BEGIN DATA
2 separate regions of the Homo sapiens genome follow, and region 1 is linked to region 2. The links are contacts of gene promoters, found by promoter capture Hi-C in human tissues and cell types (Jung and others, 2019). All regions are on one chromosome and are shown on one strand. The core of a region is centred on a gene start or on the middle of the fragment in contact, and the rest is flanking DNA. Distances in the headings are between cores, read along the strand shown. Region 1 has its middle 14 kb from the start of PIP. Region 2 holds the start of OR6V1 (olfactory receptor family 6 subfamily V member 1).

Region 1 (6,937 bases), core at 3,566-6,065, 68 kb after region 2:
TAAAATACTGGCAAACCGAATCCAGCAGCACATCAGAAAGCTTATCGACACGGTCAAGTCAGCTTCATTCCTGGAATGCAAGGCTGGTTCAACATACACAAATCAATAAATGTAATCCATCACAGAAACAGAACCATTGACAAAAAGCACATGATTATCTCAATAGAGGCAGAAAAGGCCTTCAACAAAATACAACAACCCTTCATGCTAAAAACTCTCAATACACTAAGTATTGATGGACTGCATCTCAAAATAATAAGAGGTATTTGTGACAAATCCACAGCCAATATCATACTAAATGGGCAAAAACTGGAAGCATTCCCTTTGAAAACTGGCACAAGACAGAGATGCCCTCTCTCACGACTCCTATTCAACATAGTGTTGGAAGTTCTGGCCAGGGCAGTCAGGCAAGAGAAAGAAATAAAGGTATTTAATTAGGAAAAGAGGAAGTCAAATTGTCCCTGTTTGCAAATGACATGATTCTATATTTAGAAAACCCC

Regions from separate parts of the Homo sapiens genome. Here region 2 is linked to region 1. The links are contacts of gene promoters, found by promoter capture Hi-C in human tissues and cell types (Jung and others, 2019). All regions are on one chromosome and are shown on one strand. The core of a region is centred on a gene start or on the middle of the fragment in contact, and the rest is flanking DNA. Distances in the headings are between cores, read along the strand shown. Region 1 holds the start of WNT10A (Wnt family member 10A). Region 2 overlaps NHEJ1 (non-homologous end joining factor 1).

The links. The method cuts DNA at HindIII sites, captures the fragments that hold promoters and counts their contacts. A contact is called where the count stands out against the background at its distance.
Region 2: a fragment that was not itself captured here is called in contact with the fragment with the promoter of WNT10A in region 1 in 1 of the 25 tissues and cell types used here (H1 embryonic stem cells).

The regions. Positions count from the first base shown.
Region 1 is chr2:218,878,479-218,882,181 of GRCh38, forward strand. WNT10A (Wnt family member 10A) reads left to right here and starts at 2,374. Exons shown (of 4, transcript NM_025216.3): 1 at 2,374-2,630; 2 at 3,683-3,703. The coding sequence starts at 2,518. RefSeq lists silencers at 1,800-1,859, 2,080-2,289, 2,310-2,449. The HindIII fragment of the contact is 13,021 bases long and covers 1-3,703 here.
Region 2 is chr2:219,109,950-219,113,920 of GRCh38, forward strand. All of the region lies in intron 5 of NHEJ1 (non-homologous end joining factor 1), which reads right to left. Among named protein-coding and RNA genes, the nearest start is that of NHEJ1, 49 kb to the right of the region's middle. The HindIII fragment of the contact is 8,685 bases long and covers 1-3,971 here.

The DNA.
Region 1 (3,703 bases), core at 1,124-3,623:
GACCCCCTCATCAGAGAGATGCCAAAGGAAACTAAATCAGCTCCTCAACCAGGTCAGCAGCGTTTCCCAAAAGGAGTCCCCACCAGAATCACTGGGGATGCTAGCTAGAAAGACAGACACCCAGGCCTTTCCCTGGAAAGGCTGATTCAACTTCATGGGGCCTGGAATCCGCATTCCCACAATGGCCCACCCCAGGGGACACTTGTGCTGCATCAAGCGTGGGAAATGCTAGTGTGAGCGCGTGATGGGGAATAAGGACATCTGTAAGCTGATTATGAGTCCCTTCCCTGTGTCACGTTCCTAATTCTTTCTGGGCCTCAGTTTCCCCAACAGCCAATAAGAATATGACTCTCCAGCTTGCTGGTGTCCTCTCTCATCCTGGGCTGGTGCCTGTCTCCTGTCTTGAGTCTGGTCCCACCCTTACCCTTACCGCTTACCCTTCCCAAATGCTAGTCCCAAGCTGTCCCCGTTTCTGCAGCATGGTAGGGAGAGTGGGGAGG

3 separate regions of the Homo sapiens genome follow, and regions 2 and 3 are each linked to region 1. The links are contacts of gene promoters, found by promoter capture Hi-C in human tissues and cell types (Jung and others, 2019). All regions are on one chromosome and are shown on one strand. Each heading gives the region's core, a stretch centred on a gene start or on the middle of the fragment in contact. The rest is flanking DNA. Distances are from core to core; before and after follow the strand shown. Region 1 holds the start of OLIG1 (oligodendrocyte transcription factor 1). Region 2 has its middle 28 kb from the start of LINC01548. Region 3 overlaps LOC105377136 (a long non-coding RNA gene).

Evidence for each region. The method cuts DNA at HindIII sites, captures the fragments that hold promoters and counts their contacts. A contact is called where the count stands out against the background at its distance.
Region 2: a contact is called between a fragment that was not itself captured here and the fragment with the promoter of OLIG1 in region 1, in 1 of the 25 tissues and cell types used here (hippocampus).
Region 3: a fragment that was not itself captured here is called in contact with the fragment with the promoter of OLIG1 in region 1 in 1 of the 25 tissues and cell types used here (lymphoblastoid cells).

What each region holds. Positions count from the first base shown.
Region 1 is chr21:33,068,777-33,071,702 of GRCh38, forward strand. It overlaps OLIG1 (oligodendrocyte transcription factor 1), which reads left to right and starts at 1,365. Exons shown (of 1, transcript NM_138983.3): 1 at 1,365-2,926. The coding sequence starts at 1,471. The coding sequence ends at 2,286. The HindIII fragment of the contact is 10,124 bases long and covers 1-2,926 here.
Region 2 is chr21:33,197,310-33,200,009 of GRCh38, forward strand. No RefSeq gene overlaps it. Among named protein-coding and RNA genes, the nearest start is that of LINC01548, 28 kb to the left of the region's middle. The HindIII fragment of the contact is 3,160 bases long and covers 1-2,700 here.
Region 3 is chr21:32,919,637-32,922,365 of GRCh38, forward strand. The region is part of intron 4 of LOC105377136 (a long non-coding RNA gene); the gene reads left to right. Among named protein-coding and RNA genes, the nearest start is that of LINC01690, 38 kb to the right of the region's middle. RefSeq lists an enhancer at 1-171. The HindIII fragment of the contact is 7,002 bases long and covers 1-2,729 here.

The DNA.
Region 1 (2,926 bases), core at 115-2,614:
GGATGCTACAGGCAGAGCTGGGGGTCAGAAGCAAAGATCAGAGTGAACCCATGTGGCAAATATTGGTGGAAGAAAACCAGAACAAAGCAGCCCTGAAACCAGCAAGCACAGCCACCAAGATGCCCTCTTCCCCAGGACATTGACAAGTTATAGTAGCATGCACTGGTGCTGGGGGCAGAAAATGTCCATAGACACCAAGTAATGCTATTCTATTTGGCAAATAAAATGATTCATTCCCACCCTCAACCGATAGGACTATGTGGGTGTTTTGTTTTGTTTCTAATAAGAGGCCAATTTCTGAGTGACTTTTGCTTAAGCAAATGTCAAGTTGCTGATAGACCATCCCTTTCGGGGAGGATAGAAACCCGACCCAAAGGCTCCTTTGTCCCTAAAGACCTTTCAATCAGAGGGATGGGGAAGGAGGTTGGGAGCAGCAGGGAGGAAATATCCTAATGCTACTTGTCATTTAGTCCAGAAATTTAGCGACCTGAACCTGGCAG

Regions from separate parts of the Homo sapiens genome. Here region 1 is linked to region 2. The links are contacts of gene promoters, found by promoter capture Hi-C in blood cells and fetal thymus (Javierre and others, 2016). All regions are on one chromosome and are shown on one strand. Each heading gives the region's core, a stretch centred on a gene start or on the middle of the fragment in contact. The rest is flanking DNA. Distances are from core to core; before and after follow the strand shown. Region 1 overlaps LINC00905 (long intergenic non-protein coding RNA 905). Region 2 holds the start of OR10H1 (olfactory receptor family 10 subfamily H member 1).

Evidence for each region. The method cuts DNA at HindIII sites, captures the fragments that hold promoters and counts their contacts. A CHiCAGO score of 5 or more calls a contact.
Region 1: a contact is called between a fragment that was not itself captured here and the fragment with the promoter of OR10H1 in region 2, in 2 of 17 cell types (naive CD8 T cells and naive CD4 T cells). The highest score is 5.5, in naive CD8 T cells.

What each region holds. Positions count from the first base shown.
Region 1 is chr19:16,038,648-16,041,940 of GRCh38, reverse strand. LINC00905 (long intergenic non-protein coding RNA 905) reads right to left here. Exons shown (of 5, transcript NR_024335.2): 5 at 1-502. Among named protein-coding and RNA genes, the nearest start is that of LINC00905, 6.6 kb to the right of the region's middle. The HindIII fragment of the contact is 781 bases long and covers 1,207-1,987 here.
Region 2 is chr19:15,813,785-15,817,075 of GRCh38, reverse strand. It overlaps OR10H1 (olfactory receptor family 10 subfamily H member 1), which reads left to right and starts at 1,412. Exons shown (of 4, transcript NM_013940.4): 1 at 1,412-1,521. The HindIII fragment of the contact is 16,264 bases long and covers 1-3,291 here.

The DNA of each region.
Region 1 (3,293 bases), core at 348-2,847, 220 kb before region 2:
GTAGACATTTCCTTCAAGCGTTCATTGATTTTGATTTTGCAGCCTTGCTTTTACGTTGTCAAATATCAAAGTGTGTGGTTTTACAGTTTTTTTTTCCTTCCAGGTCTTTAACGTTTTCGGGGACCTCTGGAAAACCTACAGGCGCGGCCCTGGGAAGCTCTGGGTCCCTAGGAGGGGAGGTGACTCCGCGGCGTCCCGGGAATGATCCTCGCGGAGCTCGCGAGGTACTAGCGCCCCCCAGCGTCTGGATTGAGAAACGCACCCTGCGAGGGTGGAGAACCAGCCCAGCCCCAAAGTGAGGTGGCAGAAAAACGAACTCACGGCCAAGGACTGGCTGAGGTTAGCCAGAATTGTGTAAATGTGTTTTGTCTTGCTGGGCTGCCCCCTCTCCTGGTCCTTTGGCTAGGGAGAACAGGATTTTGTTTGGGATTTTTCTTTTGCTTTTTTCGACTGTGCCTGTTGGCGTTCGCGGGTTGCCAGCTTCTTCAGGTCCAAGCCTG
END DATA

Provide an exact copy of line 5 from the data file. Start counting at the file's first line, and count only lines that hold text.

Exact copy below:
The links. The method cuts DNA at HindIII sites, captures the fragments that hold promoters and counts their contacts. A contact is called where the count stands out against the background at its distance.